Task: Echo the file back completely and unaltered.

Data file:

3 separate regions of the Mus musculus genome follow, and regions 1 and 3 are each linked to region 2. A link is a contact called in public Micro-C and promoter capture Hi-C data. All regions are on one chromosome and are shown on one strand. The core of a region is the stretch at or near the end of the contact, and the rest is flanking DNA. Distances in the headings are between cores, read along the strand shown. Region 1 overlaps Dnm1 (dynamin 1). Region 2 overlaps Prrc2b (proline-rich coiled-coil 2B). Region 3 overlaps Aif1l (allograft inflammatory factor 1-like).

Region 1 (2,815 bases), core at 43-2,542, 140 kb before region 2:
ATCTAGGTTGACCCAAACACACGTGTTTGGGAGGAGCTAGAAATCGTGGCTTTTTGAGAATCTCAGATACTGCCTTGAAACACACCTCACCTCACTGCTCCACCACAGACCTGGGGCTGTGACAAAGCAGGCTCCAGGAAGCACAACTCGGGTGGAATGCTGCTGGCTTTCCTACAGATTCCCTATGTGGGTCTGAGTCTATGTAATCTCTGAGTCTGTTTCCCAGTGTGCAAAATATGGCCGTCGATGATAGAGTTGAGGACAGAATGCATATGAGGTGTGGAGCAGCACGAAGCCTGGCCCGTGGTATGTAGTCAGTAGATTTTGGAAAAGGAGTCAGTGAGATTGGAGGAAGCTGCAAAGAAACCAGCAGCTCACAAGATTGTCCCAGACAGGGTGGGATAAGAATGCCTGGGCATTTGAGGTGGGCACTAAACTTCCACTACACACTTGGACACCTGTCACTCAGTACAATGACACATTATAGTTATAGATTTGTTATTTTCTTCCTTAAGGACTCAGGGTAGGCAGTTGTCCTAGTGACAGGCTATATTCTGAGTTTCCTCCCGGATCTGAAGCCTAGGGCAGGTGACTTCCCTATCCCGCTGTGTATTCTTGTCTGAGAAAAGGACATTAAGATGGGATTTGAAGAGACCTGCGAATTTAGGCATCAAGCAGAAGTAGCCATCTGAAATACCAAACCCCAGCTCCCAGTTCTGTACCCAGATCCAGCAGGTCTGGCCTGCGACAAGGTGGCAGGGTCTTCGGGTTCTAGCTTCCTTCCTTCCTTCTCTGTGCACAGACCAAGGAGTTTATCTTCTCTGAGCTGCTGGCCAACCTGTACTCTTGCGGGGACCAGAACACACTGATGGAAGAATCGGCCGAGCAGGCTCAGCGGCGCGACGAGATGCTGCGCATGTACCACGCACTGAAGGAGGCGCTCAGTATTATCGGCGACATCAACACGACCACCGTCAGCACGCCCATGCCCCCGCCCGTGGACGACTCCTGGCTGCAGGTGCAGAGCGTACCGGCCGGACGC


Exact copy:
3 separate regions of the Mus musculus genome follow, and regions 1 and 3 are each linked to region 2. A link is a contact called in public Micro-C and promoter capture Hi-C data. All regions are on one chromosome and are shown on one strand. The core of a region is the stretch at or near the end of the contact, and the rest is flanking DNA. Distances in the headings are between cores, read along the strand shown. Region 1 overlaps Dnm1 (dynamin 1). Region 2 overlaps Prrc2b (proline-rich coiled-coil 2B). Region 3 overlaps Aif1l (allograft inflammatory factor 1-like).

Region 1 (2,815 bases), core at 43-2,542, 140 kb before region 2:
ATCTAGGTTGACCCAAACACACGTGTTTGGGAGGAGCTAGAAATCGTGGCTTTTTGAGAATCTCAGATACTGCCTTGAAACACACCTCACCTCACTGCTCCACCACAGACCTGGGGCTGTGACAAAGCAGGCTCCAGGAAGCACAACTCGGGTGGAATGCTGCTGGCTTTCCTACAGATTCCCTATGTGGGTCTGAGTCTATGTAATCTCTGAGTCTGTTTCCCAGTGTGCAAAATATGGCCGTCGATGATAGAGTTGAGGACAGAATGCATATGAGGTGTGGAGCAGCACGAAGCCTGGCCCGTGGTATGTAGTCAGTAGATTTTGGAAAAGGAGTCAGTGAGATTGGAGGAAGCTGCAAAGAAACCAGCAGCTCACAAGATTGTCCCAGACAGGGTGGGATAAGAATGCCTGGGCATTTGAGGTGGGCACTAAACTTCCACTACACACTTGGACACCTGTCACTCAGTACAATGACACATTATAGTTATAGATTTGTTATTTTCTTCCTTAAGGACTCAGGGTAGGCAGTTGTCCTAGTGACAGGCTATATTCTGAGTTTCCTCCCGGATCTGAAGCCTAGGGCAGGTGACTTCCCTATCCCGCTGTGTATTCTTGTCTGAGAAAAGGACATTAAGATGGGATTTGAAGAGACCTGCGAATTTAGGCATCAAGCAGAAGTAGCCATCTGAAATACCAAACCCCAGCTCCCAGTTCTGTACCCAGATCCAGCAGGTCTGGCCTGCGACAAGGTGGCAGGGTCTTCGGGTTCTAGCTTCCTTCCTTCCTTCTCTGTGCACAGACCAAGGAGTTTATCTTCTCTGAGCTGCTGGCCAACCTGTACTCTTGCGGGGACCAGAACACACTGATGGAAGAATCGGCCGAGCAGGCTCAGCGGCGCGACGAGATGCTGCGCATGTACCACGCACTGAAGGAGGCGCTCAGTATTATCGGCGACATCAACACGACCACCGTCAGCACGCCCATGCCCCCGCCCGTGGACGACTCCTGGCTGCAGGTGCAGAGCGTACCGGCCGGACGC